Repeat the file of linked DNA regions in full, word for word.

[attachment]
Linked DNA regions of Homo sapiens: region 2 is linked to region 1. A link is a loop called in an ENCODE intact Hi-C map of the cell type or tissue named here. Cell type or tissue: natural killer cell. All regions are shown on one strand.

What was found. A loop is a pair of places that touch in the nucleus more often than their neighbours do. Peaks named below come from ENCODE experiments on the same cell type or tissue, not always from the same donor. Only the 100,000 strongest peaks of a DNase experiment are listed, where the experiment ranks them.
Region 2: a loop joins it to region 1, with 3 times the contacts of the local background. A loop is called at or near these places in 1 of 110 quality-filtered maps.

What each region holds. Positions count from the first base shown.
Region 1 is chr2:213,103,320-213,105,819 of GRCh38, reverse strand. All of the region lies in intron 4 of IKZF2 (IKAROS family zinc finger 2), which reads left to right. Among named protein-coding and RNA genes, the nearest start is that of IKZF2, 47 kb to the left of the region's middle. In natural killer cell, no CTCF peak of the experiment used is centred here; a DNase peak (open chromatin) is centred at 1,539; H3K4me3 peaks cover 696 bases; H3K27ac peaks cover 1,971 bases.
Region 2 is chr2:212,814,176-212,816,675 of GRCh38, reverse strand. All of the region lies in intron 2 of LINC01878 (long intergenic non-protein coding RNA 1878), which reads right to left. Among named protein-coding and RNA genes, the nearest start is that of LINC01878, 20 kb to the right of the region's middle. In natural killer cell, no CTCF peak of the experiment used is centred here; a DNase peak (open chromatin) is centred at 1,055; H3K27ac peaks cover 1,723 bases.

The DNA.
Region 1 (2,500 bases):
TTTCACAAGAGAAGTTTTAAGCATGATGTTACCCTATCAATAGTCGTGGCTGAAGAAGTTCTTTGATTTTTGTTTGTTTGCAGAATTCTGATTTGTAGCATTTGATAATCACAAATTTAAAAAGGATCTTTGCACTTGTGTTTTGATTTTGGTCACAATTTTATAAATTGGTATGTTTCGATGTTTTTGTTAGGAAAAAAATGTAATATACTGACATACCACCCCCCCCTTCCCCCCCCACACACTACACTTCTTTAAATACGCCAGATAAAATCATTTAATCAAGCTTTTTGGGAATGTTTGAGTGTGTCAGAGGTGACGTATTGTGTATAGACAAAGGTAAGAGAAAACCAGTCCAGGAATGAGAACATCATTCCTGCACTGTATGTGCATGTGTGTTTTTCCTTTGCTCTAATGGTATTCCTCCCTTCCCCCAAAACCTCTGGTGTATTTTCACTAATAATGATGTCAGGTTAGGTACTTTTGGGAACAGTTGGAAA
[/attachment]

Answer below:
Linked DNA regions of Homo sapiens: region 2 is linked to region 1. A link is a loop called in an ENCODE intact Hi-C map of the cell type or tissue named here. Cell type or tissue: natural killer cell. All regions are shown on one strand.

What was found. A loop is a pair of places that touch in the nucleus more often than their neighbours do. Peaks named below come from ENCODE experiments on the same cell type or tissue, not always from the same donor. Only the 100,000 strongest peaks of a DNase experiment are listed, where the experiment ranks them.
Region 2: a loop joins it to region 1, with 3 times the contacts of the local background. A loop is called at or near these places in 1 of 110 quality-filtered maps.

What each region holds. Positions count from the first base shown.
Region 1 is chr2:213,103,320-213,105,819 of GRCh38, reverse strand. All of the region lies in intron 4 of IKZF2 (IKAROS family zinc finger 2), which reads left to right. Among named protein-coding and RNA genes, the nearest start is that of IKZF2, 47 kb to the left of the region's middle. In natural killer cell, no CTCF peak of the experiment used is centred here; a DNase peak (open chromatin) is centred at 1,539; H3K4me3 peaks cover 696 bases; H3K27ac peaks cover 1,971 bases.
Region 2 is chr2:212,814,176-212,816,675 of GRCh38, reverse strand. All of the region lies in intron 2 of LINC01878 (long intergenic non-protein coding RNA 1878), which reads right to left. Among named protein-coding and RNA genes, the nearest start is that of LINC01878, 20 kb to the right of the region's middle. In natural killer cell, no CTCF peak of the experiment used is centred here; a DNase peak (open chromatin) is centred at 1,055; H3K27ac peaks cover 1,723 bases.

The DNA.
Region 1 (2,500 bases):
TTTCACAAGAGAAGTTTTAAGCATGATGTTACCCTATCAATAGTCGTGGCTGAAGAAGTTCTTTGATTTTTGTTTGTTTGCAGAATTCTGATTTGTAGCATTTGATAATCACAAATTTAAAAAGGATCTTTGCACTTGTGTTTTGATTTTGGTCACAATTTTATAAATTGGTATGTTTCGATGTTTTTGTTAGGAAAAAAATGTAATATACTGACATACCACCCCCCCCTTCCCCCCCCACACACTACACTTCTTTAAATACGCCAGATAAAATCATTTAATCAAGCTTTTTGGGAATGTTTGAGTGTGTCAGAGGTGACGTATTGTGTATAGACAAAGGTAAGAGAAAACCAGTCCAGGAATGAGAACATCATTCCTGCACTGTATGTGCATGTGTGTTTTTCCTTTGCTCTAATGGTATTCCTCCCTTCCCCCAAAACCTCTGGTGTATTTTCACTAATAATGATGTCAGGTTAGGTACTTTTGGGAACAGTTGGAAA